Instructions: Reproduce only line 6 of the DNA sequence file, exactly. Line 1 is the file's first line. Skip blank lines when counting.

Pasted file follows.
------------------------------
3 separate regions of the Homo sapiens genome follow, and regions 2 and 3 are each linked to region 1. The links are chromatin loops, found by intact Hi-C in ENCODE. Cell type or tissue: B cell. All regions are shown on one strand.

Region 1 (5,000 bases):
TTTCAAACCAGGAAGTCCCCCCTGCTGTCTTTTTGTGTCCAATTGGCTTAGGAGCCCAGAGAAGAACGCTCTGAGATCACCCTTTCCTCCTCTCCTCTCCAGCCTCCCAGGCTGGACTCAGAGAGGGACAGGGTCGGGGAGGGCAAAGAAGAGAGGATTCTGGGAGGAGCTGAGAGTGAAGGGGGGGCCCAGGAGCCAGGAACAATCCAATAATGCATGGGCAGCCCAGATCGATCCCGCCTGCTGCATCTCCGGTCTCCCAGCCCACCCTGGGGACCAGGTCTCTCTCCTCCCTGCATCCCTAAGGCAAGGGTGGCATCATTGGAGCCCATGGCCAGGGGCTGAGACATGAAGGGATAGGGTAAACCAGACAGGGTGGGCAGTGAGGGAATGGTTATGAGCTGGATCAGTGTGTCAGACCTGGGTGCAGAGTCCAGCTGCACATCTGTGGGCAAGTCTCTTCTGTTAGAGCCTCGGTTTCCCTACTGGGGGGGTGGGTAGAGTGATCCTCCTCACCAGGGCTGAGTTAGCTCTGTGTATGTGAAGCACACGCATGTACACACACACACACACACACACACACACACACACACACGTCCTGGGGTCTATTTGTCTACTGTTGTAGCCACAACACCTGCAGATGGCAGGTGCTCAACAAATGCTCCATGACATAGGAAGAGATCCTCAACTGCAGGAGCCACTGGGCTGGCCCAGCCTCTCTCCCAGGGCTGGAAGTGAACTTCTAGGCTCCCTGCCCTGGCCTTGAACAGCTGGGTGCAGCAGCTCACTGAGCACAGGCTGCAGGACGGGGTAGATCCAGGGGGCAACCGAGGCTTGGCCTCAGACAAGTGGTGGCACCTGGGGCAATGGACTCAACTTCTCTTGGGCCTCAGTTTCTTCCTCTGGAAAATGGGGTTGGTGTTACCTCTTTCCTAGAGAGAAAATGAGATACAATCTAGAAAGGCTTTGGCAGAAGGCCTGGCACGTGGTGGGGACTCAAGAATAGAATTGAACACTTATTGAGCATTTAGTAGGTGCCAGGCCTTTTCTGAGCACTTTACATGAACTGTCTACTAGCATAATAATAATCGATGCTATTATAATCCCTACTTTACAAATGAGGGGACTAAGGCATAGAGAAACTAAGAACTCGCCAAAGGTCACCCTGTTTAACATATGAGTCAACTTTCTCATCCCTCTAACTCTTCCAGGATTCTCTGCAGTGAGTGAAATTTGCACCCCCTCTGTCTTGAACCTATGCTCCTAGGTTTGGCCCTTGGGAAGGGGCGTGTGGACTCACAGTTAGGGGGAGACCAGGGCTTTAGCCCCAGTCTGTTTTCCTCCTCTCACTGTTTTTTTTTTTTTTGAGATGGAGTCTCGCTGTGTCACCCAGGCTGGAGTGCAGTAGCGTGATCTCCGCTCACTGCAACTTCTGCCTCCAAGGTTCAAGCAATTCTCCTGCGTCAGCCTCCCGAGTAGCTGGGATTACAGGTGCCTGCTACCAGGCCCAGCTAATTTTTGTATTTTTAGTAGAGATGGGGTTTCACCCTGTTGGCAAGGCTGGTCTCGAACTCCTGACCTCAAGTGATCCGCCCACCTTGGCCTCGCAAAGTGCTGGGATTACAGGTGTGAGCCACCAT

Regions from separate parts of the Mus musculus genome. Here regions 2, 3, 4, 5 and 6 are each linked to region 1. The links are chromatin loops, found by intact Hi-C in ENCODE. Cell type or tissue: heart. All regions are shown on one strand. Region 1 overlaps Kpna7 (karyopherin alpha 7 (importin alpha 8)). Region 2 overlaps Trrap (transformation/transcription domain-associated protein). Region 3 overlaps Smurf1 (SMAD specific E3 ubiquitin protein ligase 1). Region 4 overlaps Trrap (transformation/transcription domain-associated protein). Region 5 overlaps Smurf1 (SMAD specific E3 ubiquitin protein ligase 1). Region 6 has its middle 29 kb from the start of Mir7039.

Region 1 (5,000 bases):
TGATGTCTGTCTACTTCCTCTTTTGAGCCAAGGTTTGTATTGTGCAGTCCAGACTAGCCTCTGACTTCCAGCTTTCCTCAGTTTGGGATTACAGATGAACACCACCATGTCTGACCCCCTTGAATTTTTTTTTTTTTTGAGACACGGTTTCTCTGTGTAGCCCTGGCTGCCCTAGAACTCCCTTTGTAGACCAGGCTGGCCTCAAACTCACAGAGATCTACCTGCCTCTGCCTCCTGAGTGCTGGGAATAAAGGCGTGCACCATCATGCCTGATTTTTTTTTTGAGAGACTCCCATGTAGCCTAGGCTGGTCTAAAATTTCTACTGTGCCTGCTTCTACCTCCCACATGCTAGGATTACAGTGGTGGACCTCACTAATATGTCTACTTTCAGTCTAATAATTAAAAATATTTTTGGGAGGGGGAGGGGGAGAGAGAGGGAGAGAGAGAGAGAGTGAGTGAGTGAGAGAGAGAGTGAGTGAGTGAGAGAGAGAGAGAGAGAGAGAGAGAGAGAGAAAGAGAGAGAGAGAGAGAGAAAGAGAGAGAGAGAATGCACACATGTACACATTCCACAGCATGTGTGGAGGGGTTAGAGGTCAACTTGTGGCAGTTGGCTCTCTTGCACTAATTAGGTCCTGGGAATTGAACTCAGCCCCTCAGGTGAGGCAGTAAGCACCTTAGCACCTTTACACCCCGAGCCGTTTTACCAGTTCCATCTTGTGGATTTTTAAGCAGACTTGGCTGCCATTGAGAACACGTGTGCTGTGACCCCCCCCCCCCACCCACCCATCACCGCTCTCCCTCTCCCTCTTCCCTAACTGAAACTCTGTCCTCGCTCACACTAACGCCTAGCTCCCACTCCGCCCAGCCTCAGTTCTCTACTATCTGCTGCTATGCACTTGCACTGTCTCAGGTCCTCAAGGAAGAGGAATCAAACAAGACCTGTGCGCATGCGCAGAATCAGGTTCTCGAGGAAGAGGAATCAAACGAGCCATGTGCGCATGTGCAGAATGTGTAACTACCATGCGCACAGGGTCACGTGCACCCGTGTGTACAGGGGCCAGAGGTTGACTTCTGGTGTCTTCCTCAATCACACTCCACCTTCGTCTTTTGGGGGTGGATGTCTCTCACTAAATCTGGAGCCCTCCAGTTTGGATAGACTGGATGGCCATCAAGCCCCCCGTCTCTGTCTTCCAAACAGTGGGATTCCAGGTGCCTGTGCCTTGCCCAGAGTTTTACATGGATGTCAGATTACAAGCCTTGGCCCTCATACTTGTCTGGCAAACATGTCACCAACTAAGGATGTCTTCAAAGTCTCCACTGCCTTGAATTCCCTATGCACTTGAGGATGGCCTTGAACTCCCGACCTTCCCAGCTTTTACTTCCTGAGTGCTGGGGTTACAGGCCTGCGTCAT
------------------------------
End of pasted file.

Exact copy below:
TGATGTCTGTCTACTTCCTCTTTTGAGCCAAGGTTTGTATTGTGCAGTCCAGACTAGCCTCTGACTTCCAGCTTTCCTCAGTTTGGGATTACAGATGAACACCACCATGTCTGACCCCCTTGAATTTTTTTTTTTTTTGAGACACGGTTTCTCTGTGTAGCCCTGGCTGCCCTAGAACTCCCTTTGTAGACCAGGCTGGCCTCAAACTCACAGAGATCTACCTGCCTCTGCCTCCTGAGTGCTGGGAATAAAGGCGTGCACCATCATGCCTGATTTTTTTTTTGAGAGACTCCCATGTAGCCTAGGCTGGTCTAAAATTTCTACTGTGCCTGCTTCTACCTCCCACATGCTAGGATTACAGTGGTGGACCTCACTAATATGTCTACTTTCAGTCTAATAATTAAAAATATTTTTGGGAGGGGGAGGGGGAGAGAGAGGGAGAGAGAGAGAGAGTGAGTGAGTGAGAGAGAGAGTGAGTGAGTGAGAGAGAGAGAGAGAGAGAGAGAGAGAGAGAAAGAGAGAGAGAGAGAGAGAAAGAGAGAGAGAGAATGCACACATGTACACATTCCACAGCATGTGTGGAGGGGTTAGAGGTCAACTTGTGGCAGTTGGCTCTCTTGCACTAATTAGGTCCTGGGAATTGAACTCAGCCCCTCAGGTGAGGCAGTAAGCACCTTAGCACCTTTACACCCCGAGCCGTTTTACCAGTTCCATCTTGTGGATTTTTAAGCAGACTTGGCTGCCATTGAGAACACGTGTGCTGTGACCCCCCCCCCCCACCCACCCATCACCGCTCTCCCTCTCCCTCTTCCCTAACTGAAACTCTGTCCTCGCTCACACTAACGCCTAGCTCCCACTCCGCCCAGCCTCAGTTCTCTACTATCTGCTGCTATGCACTTGCACTGTCTCAGGTCCTCAAGGAAGAGGAATCAAACAAGACCTGTGCGCATGCGCAGAATCAGGTTCTCGAGGAAGAGGAATCAAACGAGCCATGTGCGCATGTGCAGAATGTGTAACTACCATGCGCACAGGGTCACGTGCACCCGTGTGTACAGGGGCCAGAGGTTGACTTCTGGTGTCTTCCTCAATCACACTCCACCTTCGTCTTTTGGGGGTGGATGTCTCTCACTAAATCTGGAGCCCTCCAGTTTGGATAGACTGGATGGCCATCAAGCCCCCCGTCTCTGTCTTCCAAACAGTGGGATTCCAGGTGCCTGTGCCTTGCCCAGAGTTTTACATGGATGTCAGATTACAAGCCTTGGCCCTCATACTTGTCTGGCAAACATGTCACCAACTAAGGATGTCTTCAAAGTCTCCACTGCCTTGAATTCCCTATGCACTTGAGGATGGCCTTGAACTCCCGACCTTCCCAGCTTTTACTTCCTGAGTGCTGGGGTTACAGGCCTGCGTCAT